What’s your favorite outfit from Carolina K?
It really depends on my mood. I always wear something that lifts me up and nourishes my soul. Today I love Valerie’s kaftans, my swimsuit as a bodysuit with palazzo pants, and at home I wear a kimono and a kaftan.
Carolina K works with about 300 craftsmen around the world. This must be difficult during the COVID-19 pandemic. Did you do something different? How is this impacting your business?
With such a large network of partners in remote areas around the world, there are bound to be challenges in staying connected with them during a pandemic, and also because they are locked up. During the height of the pandemic, we turned around and started working with our craftsmen making masks to donate to those in need. This allows us to continue to support our craftsmen while giving back to our community in times of crisis.
My favorite part of the business is being able to connect with them in person, witness their craft firsthand, and work on the creative process together in the most authentic way, which I haven’t been able to do in a while. To make sure I am still connected with our craftsmen and we can create together, I have delegated leaders in each community to stay in touch with me; we send them new designs, they often send me photos and videos, and I give them feedback. This mode of communication has worked for now, but I am very happy to be back there with them as soon as possible.
Unfortunately, along with most of the fashion industry, we do see canceled orders and delays across the board. It was a challenging time because we didn’t really know what to expect or how long it would last.
We’re using this as an opportunity to really concentrate on the direct-to-our-consumer business, which we’d like to do for a while. When this challenging moment was presented, we decided to use it in our favor and made sure we had everything to serve our customers and create the best shopping experience online. So far everything has been going well, and now with our new store opening, customers will be able to enter our Universe and experience everything first-hand again. As consumers become more hopeful and stores reopen, we’ve seen more orders come in and are very grateful to our retail partners as well.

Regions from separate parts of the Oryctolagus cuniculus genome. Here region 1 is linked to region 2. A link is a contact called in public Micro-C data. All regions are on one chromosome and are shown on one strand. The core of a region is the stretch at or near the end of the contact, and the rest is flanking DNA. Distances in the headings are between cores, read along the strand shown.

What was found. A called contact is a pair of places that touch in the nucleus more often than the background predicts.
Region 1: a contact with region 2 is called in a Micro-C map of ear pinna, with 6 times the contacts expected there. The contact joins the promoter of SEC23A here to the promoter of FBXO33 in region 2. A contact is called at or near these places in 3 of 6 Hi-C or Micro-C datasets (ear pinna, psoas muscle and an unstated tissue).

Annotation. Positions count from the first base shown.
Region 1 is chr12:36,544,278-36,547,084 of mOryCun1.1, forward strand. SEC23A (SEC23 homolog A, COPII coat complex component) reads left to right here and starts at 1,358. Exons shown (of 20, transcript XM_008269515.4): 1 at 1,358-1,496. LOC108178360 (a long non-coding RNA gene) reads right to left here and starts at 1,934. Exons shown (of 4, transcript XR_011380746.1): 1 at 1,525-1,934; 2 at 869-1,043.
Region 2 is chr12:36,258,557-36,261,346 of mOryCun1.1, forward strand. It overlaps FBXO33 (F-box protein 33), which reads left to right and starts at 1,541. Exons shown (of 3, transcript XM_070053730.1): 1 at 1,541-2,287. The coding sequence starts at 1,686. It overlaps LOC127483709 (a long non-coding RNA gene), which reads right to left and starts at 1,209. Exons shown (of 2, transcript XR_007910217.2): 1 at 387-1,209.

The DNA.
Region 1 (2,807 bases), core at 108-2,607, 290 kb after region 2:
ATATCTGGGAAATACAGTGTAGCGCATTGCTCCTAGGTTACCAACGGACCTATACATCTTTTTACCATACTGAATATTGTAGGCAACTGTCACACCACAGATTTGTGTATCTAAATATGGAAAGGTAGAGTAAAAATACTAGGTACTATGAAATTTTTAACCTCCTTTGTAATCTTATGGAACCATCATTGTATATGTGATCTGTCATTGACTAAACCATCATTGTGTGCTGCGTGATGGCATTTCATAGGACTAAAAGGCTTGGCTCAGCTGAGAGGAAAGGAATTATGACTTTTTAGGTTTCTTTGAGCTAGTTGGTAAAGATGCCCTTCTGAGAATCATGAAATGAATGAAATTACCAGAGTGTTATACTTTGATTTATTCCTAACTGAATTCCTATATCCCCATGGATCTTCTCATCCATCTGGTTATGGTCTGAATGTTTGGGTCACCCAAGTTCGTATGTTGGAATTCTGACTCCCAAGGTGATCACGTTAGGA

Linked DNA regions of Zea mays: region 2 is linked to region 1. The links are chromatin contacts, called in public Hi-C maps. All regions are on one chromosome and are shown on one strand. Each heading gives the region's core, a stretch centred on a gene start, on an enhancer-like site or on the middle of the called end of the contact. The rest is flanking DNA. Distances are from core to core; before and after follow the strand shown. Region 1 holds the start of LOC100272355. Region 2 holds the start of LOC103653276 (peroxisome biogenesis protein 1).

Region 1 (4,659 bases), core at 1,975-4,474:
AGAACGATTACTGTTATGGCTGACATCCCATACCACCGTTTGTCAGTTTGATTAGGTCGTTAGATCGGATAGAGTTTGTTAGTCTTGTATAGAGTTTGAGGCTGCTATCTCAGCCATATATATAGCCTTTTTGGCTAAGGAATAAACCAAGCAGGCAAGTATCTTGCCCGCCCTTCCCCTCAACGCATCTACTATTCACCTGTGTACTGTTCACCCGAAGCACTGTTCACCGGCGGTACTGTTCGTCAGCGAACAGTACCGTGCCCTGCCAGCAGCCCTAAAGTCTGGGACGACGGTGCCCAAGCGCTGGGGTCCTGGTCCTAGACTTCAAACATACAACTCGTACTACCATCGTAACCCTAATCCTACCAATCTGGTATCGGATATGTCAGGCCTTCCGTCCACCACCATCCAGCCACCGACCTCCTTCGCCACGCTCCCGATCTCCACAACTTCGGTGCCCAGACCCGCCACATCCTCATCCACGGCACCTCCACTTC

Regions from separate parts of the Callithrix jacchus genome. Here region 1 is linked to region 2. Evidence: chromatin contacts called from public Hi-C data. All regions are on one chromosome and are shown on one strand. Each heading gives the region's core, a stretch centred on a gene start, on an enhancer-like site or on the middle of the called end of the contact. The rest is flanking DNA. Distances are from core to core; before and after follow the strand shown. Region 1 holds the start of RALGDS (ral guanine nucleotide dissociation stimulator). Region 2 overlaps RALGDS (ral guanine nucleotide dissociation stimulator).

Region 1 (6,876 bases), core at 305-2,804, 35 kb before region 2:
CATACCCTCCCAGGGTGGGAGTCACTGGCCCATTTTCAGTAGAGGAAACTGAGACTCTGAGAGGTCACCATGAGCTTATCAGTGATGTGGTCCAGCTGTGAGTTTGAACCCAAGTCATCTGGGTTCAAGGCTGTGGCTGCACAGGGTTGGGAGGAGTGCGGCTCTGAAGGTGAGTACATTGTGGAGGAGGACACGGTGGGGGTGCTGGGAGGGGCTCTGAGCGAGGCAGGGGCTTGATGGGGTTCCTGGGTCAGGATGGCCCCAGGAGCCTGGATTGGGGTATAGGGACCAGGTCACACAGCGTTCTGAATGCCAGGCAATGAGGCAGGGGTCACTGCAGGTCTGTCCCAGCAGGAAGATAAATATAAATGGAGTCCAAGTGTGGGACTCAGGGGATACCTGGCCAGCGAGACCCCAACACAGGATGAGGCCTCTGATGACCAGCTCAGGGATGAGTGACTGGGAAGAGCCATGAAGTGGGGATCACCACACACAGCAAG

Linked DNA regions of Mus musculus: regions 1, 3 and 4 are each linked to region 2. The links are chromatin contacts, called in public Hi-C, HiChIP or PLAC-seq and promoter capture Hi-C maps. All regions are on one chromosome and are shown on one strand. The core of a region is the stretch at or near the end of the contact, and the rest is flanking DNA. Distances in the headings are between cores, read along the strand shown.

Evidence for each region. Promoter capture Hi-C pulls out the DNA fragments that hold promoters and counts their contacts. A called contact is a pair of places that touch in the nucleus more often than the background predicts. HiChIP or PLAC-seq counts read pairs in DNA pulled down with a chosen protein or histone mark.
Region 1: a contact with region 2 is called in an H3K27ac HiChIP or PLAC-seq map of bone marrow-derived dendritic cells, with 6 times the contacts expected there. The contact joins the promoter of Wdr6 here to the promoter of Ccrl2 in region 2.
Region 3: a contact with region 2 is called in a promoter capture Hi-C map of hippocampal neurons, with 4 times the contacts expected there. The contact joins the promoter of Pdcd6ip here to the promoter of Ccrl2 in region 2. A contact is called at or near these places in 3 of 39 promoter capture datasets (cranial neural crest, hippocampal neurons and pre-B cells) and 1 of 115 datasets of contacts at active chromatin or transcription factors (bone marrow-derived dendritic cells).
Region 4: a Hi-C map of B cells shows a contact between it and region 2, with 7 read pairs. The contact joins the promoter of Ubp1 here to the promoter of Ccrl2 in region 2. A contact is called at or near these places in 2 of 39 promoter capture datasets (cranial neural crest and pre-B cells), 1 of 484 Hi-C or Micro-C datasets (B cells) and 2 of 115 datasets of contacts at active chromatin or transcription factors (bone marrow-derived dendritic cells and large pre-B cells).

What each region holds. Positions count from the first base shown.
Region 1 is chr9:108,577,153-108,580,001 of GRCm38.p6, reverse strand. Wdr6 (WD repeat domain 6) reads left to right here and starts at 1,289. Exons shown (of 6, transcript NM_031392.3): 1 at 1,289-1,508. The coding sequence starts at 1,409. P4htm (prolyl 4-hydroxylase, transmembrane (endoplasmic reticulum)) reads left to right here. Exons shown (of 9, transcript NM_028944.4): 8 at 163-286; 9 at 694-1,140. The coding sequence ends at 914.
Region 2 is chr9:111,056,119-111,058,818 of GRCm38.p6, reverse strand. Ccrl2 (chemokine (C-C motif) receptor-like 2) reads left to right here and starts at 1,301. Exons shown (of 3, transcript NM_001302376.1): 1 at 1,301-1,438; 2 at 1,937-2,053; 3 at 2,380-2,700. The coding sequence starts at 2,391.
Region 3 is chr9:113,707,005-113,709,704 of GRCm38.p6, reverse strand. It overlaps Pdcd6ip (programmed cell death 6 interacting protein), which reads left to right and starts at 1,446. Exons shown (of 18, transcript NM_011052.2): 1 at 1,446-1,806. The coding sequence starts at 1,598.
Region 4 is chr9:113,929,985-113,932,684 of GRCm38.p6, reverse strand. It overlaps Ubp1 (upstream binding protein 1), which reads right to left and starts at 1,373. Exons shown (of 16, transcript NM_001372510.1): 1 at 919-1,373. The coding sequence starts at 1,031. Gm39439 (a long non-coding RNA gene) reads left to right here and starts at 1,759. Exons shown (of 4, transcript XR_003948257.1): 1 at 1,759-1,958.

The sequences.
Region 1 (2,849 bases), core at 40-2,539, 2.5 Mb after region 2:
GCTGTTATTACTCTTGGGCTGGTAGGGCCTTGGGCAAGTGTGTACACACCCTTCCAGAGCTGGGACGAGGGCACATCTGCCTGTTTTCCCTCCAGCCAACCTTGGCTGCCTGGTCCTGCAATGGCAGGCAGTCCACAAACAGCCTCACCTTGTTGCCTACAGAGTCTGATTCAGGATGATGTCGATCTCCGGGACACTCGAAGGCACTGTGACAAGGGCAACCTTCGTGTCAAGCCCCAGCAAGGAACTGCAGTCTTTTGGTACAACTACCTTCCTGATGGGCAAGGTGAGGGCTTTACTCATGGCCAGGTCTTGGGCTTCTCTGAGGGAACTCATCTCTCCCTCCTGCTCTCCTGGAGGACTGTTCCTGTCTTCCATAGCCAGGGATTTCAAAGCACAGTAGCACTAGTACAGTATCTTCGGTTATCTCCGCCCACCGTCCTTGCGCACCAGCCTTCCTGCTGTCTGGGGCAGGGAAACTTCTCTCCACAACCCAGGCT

What advice would you give someone looking to start their own clothing line?
First, I’m going to suggest planning what your strategy will look like. I didn’t do that and it made things more difficult before. Also, think about what will make you unique and different from other brands. There are many brands out there, but if you are passionate and believe in your vision, you will find your own voice and identity. Always consider the well-being of the planet when making any type of product and make sure you are ethical and environmentally friendly throughout business development.
What’s your pinch moment since launching Carolina K?
Seeing how many different types of women wear our clothes and how it empowers them always touches me and makes my work meaningful. We opened our flagship store in Miami which was a very monumental brand milestone. Seeing brands come to life in a space that allows everyone to enter and experience our universe first-hand is immensely rewarding.
How did you first launch the Carolina K and what challenges did it entail?
While living in LA, I worked to be a musician but was always involved in fashion. I work with fashion designers while also styling for photo shoots. I returned to Buenos Aires for a short time and made my first collection with fabric offered by someone I know with a 90 day payment because I had no initial investment. This is my first collection in 2003 designed with my brand on it. I headed to New York on a one-way ticket, lived in Williamsburg where I had a few friends, and to my surprise, I sold the entire collection in one week.
Given that to this day Carolina K is a self-funded brand with no partners or investors, I had to really dive in and learn the business side of running my own company. I learned and grew from a lot of trial and error; it is difficult but very rewarding.